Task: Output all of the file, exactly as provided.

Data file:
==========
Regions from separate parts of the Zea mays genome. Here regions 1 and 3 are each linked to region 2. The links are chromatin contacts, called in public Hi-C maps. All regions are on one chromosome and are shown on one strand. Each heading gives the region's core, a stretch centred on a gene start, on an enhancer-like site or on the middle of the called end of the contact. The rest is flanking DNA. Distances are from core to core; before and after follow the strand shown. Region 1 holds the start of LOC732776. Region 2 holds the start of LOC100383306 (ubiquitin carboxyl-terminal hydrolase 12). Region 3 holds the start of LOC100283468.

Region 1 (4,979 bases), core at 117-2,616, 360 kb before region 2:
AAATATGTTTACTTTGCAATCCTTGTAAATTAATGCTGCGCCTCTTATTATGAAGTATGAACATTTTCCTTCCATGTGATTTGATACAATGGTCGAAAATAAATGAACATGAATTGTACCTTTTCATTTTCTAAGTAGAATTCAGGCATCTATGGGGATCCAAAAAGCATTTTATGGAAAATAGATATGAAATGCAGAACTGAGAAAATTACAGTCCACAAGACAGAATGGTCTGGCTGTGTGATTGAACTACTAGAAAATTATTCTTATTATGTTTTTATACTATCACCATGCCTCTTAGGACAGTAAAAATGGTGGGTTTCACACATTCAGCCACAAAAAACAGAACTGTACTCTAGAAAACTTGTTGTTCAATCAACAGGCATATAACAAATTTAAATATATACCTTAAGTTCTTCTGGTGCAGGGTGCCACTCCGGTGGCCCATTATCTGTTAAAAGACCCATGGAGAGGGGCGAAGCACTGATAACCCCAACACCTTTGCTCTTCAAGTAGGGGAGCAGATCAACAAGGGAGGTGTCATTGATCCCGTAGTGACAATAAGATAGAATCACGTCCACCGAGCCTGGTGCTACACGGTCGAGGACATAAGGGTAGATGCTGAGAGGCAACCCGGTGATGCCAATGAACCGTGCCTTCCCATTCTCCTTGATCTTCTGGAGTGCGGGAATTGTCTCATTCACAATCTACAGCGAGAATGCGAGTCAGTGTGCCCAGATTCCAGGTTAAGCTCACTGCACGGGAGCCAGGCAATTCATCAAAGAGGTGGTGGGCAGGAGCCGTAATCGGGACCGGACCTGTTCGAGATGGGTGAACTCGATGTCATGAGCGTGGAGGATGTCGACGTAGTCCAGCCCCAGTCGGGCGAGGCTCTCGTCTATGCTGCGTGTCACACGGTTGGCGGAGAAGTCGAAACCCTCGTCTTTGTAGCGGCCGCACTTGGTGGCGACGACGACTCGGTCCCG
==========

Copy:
Regions from separate parts of the Zea mays genome. Here regions 1 and 3 are each linked to region 2. The links are chromatin contacts, called in public Hi-C maps. All regions are on one chromosome and are shown on one strand. Each heading gives the region's core, a stretch centred on a gene start, on an enhancer-like site or on the middle of the called end of the contact. The rest is flanking DNA. Distances are from core to core; before and after follow the strand shown. Region 1 holds the start of LOC732776. Region 2 holds the start of LOC100383306 (ubiquitin carboxyl-terminal hydrolase 12). Region 3 holds the start of LOC100283468.

Region 1 (4,979 bases), core at 117-2,616, 360 kb before region 2:
AAATATGTTTACTTTGCAATCCTTGTAAATTAATGCTGCGCCTCTTATTATGAAGTATGAACATTTTCCTTCCATGTGATTTGATACAATGGTCGAAAATAAATGAACATGAATTGTACCTTTTCATTTTCTAAGTAGAATTCAGGCATCTATGGGGATCCAAAAAGCATTTTATGGAAAATAGATATGAAATGCAGAACTGAGAAAATTACAGTCCACAAGACAGAATGGTCTGGCTGTGTGATTGAACTACTAGAAAATTATTCTTATTATGTTTTTATACTATCACCATGCCTCTTAGGACAGTAAAAATGGTGGGTTTCACACATTCAGCCACAAAAAACAGAACTGTACTCTAGAAAACTTGTTGTTCAATCAACAGGCATATAACAAATTTAAATATATACCTTAAGTTCTTCTGGTGCAGGGTGCCACTCCGGTGGCCCATTATCTGTTAAAAGACCCATGGAGAGGGGCGAAGCACTGATAACCCCAACACCTTTGCTCTTCAAGTAGGGGAGCAGATCAACAAGGGAGGTGTCATTGATCCCGTAGTGACAATAAGATAGAATCACGTCCACCGAGCCTGGTGCTACACGGTCGAGGACATAAGGGTAGATGCTGAGAGGCAACCCGGTGATGCCAATGAACCGTGCCTTCCCATTCTCCTTGATCTTCTGGAGTGCGGGAATTGTCTCATTCACAATCTACAGCGAGAATGCGAGTCAGTGTGCCCAGATTCCAGGTTAAGCTCACTGCACGGGAGCCAGGCAATTCATCAAAGAGGTGGTGGGCAGGAGCCGTAATCGGGACCGGACCTGTTCGAGATGGGTGAACTCGATGTCATGAGCGTGGAGGATGTCGACGTAGTCCAGCCCCAGTCGGGCGAGGCTCTCGTCTATGCTGCGTGTCACACGGTTGGCGGAGAAGTCGAAACCCTCGTCTTTGTAGCGGCCGCACTTGGTGGCGACGACGACTCGGTCCCG